Welcome! Here we have a rich resource of insights into UGRs, in a series of articles below.

Enjoy the read!

There is a fascinating new book available titled “The Wisdom of Crowds” by James Surowiecki.  In what appears to be a counter-intuitive line of argument, the author proposes that if you want to make a correct decision or solve a problem, large groups of people are smarter than a few experts.  The book cites various
Sometimes people misinterpret the latest thinking on leadership. And this can be easy to do – much of what we read on leadership promotes the need to empower people, and to involve them in decisions. Steve Simpson has a different view however… Recently, we decided that some extra space needed to be created in my
One of the exciting aspects of work is its capacity to help us learn from others. That very opportunity can also be a hazard however, if the collective thinking of an organisation acts to stifle. Here’s an example… A few years ago, I was involved as a judge in the Australian Customer Service Awards. On
‘Unwritten Ground Rules‘ (UGRs) are a way of understanding and managing a service culture. A study reported by Business Intelligence (1999), reinforces the power of corporate culture and change management…. A survey by Business Intelligence in 1999 (www.business-intelligence.co.uk/default.asp) unearthed some interesting findings about ‘Culture and Change Management’. Based on a survey that achieved responses from
Much of the work on organisational culture is thwarted due to people’s lack of understanding of it. We’ve written much about the fact that people cannot manage what they do not understand – and culture is often conceived only in complex ways. While we hope that UGRs® help shed a light on culture, we’d like
When people work together, day after day, individual weaknesses and frailties become visible for all to see. How these inadequacies are dealt with is key to an organisation’s success… Driving in the car today, I listened to a tragic tale of a teenage suicide being told by the boy’s mother. She was now on a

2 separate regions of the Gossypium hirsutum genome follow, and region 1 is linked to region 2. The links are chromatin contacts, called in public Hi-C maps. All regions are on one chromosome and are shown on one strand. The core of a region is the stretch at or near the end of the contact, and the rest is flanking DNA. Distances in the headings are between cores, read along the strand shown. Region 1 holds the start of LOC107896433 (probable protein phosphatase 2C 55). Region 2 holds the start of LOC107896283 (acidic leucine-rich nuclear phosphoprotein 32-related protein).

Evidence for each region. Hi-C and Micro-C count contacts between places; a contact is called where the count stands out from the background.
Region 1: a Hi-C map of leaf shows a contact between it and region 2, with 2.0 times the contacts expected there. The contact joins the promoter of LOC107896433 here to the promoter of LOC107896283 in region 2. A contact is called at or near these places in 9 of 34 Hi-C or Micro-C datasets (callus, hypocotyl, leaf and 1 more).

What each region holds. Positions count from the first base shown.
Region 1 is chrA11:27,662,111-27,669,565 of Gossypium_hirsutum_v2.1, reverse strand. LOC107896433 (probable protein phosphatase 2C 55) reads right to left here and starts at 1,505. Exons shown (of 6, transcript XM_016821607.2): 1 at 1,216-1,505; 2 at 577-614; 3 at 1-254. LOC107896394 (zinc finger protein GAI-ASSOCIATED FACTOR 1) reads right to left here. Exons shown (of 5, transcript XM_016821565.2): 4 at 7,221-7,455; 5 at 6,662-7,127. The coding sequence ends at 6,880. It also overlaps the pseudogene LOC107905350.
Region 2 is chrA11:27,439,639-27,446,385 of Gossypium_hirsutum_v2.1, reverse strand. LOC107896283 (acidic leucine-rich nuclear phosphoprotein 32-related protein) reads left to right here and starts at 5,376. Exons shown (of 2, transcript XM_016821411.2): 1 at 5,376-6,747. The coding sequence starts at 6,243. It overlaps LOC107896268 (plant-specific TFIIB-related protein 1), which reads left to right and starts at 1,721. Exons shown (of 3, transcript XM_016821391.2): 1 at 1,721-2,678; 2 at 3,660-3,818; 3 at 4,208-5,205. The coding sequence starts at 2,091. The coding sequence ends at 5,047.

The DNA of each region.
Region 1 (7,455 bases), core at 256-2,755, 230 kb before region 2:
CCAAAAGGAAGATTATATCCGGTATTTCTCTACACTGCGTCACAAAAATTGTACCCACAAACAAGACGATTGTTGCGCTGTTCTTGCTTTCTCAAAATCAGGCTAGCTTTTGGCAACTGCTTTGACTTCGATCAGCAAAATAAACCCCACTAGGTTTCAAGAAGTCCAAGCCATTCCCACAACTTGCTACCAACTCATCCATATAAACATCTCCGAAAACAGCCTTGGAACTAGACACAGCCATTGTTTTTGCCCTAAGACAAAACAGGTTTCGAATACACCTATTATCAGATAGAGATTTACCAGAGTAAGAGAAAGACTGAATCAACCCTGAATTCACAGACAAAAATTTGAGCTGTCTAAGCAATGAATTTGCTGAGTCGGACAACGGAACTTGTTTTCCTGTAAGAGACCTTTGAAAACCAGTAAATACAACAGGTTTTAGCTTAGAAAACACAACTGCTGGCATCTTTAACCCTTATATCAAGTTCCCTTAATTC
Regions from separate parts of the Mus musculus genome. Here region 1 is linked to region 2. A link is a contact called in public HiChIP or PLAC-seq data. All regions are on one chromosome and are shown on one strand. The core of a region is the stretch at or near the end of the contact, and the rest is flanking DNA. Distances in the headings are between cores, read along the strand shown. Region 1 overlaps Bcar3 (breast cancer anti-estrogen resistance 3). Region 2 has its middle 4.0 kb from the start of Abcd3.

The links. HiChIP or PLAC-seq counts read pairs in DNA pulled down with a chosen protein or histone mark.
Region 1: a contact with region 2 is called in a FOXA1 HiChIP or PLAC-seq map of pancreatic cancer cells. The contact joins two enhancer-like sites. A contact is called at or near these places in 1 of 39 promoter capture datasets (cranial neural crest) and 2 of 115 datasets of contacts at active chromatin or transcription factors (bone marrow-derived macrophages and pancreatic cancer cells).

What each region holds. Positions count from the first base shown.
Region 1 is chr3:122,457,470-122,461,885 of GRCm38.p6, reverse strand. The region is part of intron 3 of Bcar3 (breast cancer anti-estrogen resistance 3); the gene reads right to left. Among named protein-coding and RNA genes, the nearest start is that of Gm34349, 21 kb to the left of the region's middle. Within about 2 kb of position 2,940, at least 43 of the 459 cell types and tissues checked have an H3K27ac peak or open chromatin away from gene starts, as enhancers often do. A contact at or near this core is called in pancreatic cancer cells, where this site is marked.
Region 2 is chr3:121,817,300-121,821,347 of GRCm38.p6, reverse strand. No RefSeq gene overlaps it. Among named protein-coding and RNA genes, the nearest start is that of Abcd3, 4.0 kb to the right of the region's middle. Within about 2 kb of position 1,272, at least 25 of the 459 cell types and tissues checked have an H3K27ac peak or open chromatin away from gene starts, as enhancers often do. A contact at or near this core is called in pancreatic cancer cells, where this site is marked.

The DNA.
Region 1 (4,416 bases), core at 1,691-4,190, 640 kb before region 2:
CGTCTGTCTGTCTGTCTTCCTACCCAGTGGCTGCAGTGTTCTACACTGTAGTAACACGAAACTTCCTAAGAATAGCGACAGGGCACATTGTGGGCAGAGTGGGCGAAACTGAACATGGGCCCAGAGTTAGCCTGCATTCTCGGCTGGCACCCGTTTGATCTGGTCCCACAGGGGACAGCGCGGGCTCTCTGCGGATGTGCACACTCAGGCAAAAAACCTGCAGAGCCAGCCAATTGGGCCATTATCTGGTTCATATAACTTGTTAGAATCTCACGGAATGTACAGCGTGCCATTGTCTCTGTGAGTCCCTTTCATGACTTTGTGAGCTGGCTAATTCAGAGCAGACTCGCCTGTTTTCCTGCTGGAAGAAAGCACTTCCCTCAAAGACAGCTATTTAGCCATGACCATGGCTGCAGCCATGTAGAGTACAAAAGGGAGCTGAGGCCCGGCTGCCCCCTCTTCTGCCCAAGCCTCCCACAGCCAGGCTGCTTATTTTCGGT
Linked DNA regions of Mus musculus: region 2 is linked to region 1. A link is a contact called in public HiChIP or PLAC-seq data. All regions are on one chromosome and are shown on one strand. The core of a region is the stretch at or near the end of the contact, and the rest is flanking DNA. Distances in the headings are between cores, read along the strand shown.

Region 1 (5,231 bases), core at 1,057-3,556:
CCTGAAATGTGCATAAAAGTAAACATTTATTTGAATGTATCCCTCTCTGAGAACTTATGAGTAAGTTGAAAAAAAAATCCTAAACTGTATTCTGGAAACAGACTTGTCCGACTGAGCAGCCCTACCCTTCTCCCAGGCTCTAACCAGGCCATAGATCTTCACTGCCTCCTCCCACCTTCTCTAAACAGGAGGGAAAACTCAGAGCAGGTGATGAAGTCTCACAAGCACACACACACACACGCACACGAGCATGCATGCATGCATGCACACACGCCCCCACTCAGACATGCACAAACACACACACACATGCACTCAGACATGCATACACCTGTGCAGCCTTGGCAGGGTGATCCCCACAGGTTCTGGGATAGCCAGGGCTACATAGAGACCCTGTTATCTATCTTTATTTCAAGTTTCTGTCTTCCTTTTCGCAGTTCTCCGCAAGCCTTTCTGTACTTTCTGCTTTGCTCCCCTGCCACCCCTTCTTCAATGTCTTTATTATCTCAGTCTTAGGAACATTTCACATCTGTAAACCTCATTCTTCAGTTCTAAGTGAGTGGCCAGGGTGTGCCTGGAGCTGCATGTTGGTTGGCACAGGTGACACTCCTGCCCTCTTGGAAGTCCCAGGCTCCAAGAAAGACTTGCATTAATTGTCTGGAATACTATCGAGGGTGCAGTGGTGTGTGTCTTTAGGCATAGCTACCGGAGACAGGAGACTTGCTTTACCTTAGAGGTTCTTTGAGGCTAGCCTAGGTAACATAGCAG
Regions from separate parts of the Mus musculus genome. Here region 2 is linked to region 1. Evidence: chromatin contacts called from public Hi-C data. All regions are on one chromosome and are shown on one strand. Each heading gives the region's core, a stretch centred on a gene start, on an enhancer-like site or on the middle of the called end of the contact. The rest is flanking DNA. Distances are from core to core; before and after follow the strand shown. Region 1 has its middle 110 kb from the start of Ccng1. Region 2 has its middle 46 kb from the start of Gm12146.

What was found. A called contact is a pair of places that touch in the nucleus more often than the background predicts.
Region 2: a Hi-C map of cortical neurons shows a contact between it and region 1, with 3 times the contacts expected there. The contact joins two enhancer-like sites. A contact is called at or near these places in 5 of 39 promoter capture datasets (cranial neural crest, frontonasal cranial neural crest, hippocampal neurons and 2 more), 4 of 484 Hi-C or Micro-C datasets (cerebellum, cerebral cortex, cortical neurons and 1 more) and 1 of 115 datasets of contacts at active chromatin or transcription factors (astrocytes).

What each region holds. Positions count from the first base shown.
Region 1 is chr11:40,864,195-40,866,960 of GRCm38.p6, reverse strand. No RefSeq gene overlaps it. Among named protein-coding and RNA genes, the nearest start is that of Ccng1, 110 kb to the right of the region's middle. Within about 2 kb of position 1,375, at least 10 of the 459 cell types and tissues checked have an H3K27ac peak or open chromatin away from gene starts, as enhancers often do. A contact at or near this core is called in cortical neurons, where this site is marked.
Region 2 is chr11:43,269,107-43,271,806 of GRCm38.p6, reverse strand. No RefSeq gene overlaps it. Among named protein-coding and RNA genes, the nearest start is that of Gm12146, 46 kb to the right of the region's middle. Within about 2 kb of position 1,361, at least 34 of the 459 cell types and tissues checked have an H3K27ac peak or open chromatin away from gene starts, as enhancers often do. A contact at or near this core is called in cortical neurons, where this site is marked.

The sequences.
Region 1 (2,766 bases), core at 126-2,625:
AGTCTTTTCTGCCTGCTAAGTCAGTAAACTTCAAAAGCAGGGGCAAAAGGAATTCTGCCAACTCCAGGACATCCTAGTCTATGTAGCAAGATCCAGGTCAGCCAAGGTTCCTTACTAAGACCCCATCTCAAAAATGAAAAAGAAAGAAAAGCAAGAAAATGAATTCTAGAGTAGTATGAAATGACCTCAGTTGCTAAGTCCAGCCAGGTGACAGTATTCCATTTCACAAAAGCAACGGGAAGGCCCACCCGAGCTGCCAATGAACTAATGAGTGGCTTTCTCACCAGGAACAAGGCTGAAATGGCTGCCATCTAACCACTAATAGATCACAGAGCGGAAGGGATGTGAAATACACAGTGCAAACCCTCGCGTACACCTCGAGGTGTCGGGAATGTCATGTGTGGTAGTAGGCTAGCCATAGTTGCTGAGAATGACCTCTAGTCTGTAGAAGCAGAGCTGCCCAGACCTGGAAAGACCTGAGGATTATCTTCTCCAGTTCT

If an organisation is to survive and prosper, people within it must embrace change.  And here is the paradox — many managers fail in their efforts to bring about change.  Why is it that people give messages that they are open to change, yet in reality they are resistant to it? In the article below
In his 1988 book, Professor Jerry Harvey of George Washington University developed a parable of real life to describe how people believe they have reached agreement. The story is about four adults – a married couple and the wife’s parents – who are relaxing on a porch in 104 degree heat in the small town
Many organisations engage in strategic planning processes, part of which involves the identification or confirmation of ‘values statements’. This segment of the planning process is usually well canvassed – with lots of discussion about what is really wanted in the organisation, and lots of wordsmithing. Sadly, that’s often as far as the values exercise goes.
Many managers decry the resistance to change displayed by their people. Managers typically complain about people who are reluctant to change. Yet we think there are often good reasons for the resistance… I was speaking with someone recently who was explaining how he was open to change. “In my lifetime, I’ve learned how to use
Lou Holtz was a former US football coach, former for Notre Dame University. He raises a fascinating idea about how we think about our own performance, with incredible implications for all of us. Here is part of the interview… ‘Great coaches are the ones that envision realistic greatness in people, then hold them to that
Nowadays, it’s commonplace for people to report on how busy their workplace is. We’ve seen decades of cost cutting and increased efficiencies to a point where most of us are extremely stretched. A fascinating study conducted in 1973 however, might shed light on the significant down-side to being busy. Read on… Last year we conducted

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